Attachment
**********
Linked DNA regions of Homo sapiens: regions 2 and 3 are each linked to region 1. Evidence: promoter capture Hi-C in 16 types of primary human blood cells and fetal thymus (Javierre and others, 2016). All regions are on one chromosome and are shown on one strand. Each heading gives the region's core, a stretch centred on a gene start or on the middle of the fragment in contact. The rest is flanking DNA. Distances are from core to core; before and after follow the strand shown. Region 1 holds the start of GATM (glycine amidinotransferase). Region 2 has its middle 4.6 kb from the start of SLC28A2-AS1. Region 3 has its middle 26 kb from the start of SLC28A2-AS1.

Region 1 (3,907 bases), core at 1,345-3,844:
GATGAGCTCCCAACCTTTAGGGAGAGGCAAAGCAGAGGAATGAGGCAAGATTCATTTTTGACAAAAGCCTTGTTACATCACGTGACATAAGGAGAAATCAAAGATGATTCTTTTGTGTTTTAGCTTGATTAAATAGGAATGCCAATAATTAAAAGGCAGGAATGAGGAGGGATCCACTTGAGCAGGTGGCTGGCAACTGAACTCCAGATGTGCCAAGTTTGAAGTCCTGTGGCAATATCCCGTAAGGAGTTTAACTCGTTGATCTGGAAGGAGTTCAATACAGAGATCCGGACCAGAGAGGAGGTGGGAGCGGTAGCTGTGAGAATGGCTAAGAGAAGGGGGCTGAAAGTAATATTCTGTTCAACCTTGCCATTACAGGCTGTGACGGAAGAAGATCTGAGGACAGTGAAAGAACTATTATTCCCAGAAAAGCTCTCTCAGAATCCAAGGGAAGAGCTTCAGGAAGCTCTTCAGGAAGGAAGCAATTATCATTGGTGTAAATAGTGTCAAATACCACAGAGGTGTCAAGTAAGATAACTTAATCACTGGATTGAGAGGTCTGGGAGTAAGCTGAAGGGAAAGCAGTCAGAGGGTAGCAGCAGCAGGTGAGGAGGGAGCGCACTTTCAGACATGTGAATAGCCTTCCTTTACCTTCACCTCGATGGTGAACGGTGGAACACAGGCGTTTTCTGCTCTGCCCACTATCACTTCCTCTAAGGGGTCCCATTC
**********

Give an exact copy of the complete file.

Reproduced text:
Linked DNA regions of Homo sapiens: regions 2 and 3 are each linked to region 1. Evidence: promoter capture Hi-C in 16 types of primary human blood cells and fetal thymus (Javierre and others, 2016). All regions are on one chromosome and are shown on one strand. Each heading gives the region's core, a stretch centred on a gene start or on the middle of the fragment in contact. The rest is flanking DNA. Distances are from core to core; before and after follow the strand shown. Region 1 holds the start of GATM (glycine amidinotransferase). Region 2 has its middle 4.6 kb from the start of SLC28A2-AS1. Region 3 has its middle 26 kb from the start of SLC28A2-AS1.

Region 1 (3,907 bases), core at 1,345-3,844:
GATGAGCTCCCAACCTTTAGGGAGAGGCAAAGCAGAGGAATGAGGCAAGATTCATTTTTGACAAAAGCCTTGTTACATCACGTGACATAAGGAGAAATCAAAGATGATTCTTTTGTGTTTTAGCTTGATTAAATAGGAATGCCAATAATTAAAAGGCAGGAATGAGGAGGGATCCACTTGAGCAGGTGGCTGGCAACTGAACTCCAGATGTGCCAAGTTTGAAGTCCTGTGGCAATATCCCGTAAGGAGTTTAACTCGTTGATCTGGAAGGAGTTCAATACAGAGATCCGGACCAGAGAGGAGGTGGGAGCGGTAGCTGTGAGAATGGCTAAGAGAAGGGGGCTGAAAGTAATATTCTGTTCAACCTTGCCATTACAGGCTGTGACGGAAGAAGATCTGAGGACAGTGAAAGAACTATTATTCCCAGAAAAGCTCTCTCAGAATCCAAGGGAAGAGCTTCAGGAAGCTCTTCAGGAAGGAAGCAATTATCATTGGTGTAAATAGTGTCAAATACCACAGAGGTGTCAAGTAAGATAACTTAATCACTGGATTGAGAGGTCTGGGAGTAAGCTGAAGGGAAAGCAGTCAGAGGGTAGCAGCAGCAGGTGAGGAGGGAGCGCACTTTCAGACATGTGAATAGCCTTCCTTTACCTTCACCTCGATGGTGAACGGTGGAACACAGGCGTTTTCTGCTCTGCCCACTATCACTTCCTCTAAGGGGTCCCATTC